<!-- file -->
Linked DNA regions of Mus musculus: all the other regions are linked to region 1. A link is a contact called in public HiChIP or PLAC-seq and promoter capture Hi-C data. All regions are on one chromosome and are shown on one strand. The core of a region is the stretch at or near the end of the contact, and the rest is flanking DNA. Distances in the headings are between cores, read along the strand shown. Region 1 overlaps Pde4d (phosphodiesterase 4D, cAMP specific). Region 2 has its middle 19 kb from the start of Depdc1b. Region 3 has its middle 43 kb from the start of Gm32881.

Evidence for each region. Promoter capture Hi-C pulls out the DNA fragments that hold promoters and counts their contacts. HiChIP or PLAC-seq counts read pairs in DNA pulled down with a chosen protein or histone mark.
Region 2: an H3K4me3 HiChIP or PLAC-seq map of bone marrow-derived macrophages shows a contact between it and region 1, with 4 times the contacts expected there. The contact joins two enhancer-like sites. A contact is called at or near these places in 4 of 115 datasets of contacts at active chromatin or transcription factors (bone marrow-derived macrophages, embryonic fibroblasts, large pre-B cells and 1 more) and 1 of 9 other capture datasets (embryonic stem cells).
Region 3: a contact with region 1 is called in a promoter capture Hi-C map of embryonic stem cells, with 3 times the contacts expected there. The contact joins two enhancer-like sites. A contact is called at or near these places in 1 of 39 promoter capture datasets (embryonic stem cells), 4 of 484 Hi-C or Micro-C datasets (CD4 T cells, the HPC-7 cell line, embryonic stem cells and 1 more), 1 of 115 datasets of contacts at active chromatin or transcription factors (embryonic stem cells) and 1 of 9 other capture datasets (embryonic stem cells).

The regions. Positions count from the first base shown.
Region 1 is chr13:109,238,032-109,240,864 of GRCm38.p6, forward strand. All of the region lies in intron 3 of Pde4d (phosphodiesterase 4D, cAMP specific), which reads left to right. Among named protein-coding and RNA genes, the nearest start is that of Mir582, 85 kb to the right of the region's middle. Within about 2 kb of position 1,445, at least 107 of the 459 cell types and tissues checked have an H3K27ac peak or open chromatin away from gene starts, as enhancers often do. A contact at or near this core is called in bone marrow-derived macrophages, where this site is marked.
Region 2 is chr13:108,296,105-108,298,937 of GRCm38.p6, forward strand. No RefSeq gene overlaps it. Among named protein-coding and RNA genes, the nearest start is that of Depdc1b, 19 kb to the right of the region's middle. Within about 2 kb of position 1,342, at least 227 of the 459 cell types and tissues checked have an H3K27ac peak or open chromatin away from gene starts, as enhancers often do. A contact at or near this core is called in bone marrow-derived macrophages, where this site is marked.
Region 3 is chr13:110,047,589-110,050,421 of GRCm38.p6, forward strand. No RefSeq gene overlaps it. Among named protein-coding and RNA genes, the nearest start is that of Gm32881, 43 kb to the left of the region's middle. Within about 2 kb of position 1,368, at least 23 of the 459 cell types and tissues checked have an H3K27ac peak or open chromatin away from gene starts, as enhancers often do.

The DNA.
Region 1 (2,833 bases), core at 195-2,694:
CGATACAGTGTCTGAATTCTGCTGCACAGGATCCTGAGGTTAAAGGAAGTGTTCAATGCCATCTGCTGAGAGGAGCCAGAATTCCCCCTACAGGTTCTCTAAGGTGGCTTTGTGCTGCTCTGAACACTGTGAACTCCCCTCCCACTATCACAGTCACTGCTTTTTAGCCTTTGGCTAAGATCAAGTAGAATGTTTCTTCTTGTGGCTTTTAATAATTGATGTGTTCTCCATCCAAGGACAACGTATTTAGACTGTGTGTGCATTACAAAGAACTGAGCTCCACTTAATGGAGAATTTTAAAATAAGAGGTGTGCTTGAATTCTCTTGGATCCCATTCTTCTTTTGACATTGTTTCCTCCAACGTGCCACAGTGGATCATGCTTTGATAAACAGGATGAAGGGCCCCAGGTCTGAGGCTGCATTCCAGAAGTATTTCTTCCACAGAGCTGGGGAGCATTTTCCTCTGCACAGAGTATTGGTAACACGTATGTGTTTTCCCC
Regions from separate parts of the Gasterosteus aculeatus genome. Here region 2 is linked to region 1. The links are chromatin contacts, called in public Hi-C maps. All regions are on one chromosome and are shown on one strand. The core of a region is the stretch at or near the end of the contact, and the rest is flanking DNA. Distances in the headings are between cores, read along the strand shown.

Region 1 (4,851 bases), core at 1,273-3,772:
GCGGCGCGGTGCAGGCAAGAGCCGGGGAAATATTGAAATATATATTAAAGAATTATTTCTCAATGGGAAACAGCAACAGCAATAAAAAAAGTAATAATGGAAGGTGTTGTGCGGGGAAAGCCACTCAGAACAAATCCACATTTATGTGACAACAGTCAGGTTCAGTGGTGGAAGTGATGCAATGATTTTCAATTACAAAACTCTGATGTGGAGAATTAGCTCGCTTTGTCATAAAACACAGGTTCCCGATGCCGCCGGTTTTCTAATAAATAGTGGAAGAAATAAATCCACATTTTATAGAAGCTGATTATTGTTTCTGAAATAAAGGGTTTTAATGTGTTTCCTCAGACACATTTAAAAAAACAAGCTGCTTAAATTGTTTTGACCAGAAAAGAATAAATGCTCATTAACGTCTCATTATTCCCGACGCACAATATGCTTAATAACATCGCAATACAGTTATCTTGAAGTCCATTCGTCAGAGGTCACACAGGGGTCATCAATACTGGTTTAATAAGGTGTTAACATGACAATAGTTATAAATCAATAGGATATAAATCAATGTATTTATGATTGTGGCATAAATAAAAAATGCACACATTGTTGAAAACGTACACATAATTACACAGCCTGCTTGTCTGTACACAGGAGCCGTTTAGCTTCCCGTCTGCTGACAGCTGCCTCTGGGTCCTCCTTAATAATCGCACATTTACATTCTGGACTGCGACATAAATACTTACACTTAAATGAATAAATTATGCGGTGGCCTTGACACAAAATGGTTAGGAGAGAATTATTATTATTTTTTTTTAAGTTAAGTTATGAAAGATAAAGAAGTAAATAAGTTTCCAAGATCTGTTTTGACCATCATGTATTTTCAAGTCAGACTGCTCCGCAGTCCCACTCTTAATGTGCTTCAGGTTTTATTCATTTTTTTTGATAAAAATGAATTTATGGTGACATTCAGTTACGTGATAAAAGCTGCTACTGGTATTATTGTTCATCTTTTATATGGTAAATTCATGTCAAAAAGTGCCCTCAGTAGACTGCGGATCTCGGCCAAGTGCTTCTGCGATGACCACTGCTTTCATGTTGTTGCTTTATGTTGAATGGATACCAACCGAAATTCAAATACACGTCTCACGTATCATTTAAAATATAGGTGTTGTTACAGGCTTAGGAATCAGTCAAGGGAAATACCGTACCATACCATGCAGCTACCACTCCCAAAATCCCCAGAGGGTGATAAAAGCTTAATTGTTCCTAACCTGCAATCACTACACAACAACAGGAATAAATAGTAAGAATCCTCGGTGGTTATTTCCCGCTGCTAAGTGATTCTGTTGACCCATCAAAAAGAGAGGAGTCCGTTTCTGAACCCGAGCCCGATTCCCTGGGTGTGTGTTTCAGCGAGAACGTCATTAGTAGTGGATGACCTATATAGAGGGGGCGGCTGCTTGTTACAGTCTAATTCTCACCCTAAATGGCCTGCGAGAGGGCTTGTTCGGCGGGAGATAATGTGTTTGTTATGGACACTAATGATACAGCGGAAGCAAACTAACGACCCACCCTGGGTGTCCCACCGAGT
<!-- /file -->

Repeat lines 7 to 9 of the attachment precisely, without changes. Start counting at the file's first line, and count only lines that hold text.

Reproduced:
Region 2 is chr13:108,296,105-108,298,937 of GRCm38.p6, forward strand. No RefSeq gene overlaps it. Among named protein-coding and RNA genes, the nearest start is that of Depdc1b, 19 kb to the right of the region's middle. Within about 2 kb of position 1,342, at least 227 of the 459 cell types and tissues checked have an H3K27ac peak or open chromatin away from gene starts, as enhancers often do. A contact at or near this core is called in bone marrow-derived macrophages, where this site is marked.
Region 3 is chr13:110,047,589-110,050,421 of GRCm38.p6, forward strand. No RefSeq gene overlaps it. Among named protein-coding and RNA genes, the nearest start is that of Gm32881, 43 kb to the left of the region's middle. Within about 2 kb of position 1,368, at least 23 of the 459 cell types and tissues checked have an H3K27ac peak or open chromatin away from gene starts, as enhancers often do.

The DNA.